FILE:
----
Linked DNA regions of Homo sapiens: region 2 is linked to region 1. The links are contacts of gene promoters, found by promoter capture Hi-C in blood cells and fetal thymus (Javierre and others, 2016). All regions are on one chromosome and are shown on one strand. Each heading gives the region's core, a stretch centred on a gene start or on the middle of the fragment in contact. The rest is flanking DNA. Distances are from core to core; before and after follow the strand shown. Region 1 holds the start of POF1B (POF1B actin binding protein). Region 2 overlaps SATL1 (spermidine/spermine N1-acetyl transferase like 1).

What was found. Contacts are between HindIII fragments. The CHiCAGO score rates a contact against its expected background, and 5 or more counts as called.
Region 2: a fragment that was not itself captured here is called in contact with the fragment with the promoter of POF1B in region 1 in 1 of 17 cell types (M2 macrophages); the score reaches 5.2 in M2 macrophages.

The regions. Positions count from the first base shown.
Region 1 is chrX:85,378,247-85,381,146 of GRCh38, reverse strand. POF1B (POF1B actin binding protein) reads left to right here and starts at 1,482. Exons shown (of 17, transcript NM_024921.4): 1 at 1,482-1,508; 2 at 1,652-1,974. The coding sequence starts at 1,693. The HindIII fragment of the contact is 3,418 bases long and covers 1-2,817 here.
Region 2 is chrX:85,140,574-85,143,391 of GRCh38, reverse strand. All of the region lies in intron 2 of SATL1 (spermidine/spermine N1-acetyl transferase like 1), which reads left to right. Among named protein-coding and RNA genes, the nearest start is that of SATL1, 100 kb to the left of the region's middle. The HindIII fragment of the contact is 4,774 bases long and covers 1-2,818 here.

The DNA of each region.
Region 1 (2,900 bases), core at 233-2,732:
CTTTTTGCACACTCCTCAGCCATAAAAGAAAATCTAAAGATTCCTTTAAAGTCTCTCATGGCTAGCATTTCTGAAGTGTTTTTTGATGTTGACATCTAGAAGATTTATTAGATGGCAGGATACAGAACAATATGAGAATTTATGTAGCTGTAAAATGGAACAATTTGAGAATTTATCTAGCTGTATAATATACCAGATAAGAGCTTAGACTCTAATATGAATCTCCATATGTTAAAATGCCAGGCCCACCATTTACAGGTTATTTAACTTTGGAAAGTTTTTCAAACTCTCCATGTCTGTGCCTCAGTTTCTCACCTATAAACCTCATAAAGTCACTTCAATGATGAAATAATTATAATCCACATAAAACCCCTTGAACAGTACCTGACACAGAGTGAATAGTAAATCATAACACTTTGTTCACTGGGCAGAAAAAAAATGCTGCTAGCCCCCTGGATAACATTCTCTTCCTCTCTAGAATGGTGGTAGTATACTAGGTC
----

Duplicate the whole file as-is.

Linked DNA regions of Homo sapiens: region 2 is linked to region 1. The links are contacts of gene promoters, found by promoter capture Hi-C in blood cells and fetal thymus (Javierre and others, 2016). All regions are on one chromosome and are shown on one strand. Each heading gives the region's core, a stretch centred on a gene start or on the middle of the fragment in contact. The rest is flanking DNA. Distances are from core to core; before and after follow the strand shown. Region 1 holds the start of POF1B (POF1B actin binding protein). Region 2 overlaps SATL1 (spermidine/spermine N1-acetyl transferase like 1).

What was found. Contacts are between HindIII fragments. The CHiCAGO score rates a contact against its expected background, and 5 or more counts as called.
Region 2: a fragment that was not itself captured here is called in contact with the fragment with the promoter of POF1B in region 1 in 1 of 17 cell types (M2 macrophages); the score reaches 5.2 in M2 macrophages.

The regions. Positions count from the first base shown.
Region 1 is chrX:85,378,247-85,381,146 of GRCh38, reverse strand. POF1B (POF1B actin binding protein) reads left to right here and starts at 1,482. Exons shown (of 17, transcript NM_024921.4): 1 at 1,482-1,508; 2 at 1,652-1,974. The coding sequence starts at 1,693. The HindIII fragment of the contact is 3,418 bases long and covers 1-2,817 here.
Region 2 is chrX:85,140,574-85,143,391 of GRCh38, reverse strand. All of the region lies in intron 2 of SATL1 (spermidine/spermine N1-acetyl transferase like 1), which reads left to right. Among named protein-coding and RNA genes, the nearest start is that of SATL1, 100 kb to the left of the region's middle. The HindIII fragment of the contact is 4,774 bases long and covers 1-2,818 here.

The DNA of each region.
Region 1 (2,900 bases), core at 233-2,732:
CTTTTTGCACACTCCTCAGCCATAAAAGAAAATCTAAAGATTCCTTTAAAGTCTCTCATGGCTAGCATTTCTGAAGTGTTTTTTGATGTTGACATCTAGAAGATTTATTAGATGGCAGGATACAGAACAATATGAGAATTTATGTAGCTGTAAAATGGAACAATTTGAGAATTTATCTAGCTGTATAATATACCAGATAAGAGCTTAGACTCTAATATGAATCTCCATATGTTAAAATGCCAGGCCCACCATTTACAGGTTATTTAACTTTGGAAAGTTTTTCAAACTCTCCATGTCTGTGCCTCAGTTTCTCACCTATAAACCTCATAAAGTCACTTCAATGATGAAATAATTATAATCCACATAAAACCCCTTGAACAGTACCTGACACAGAGTGAATAGTAAATCATAACACTTTGTTCACTGGGCAGAAAAAAAATGCTGCTAGCCCCCTGGATAACATTCTCTTCCTCTCTAGAATGGTGGTAGTATACTAGGTC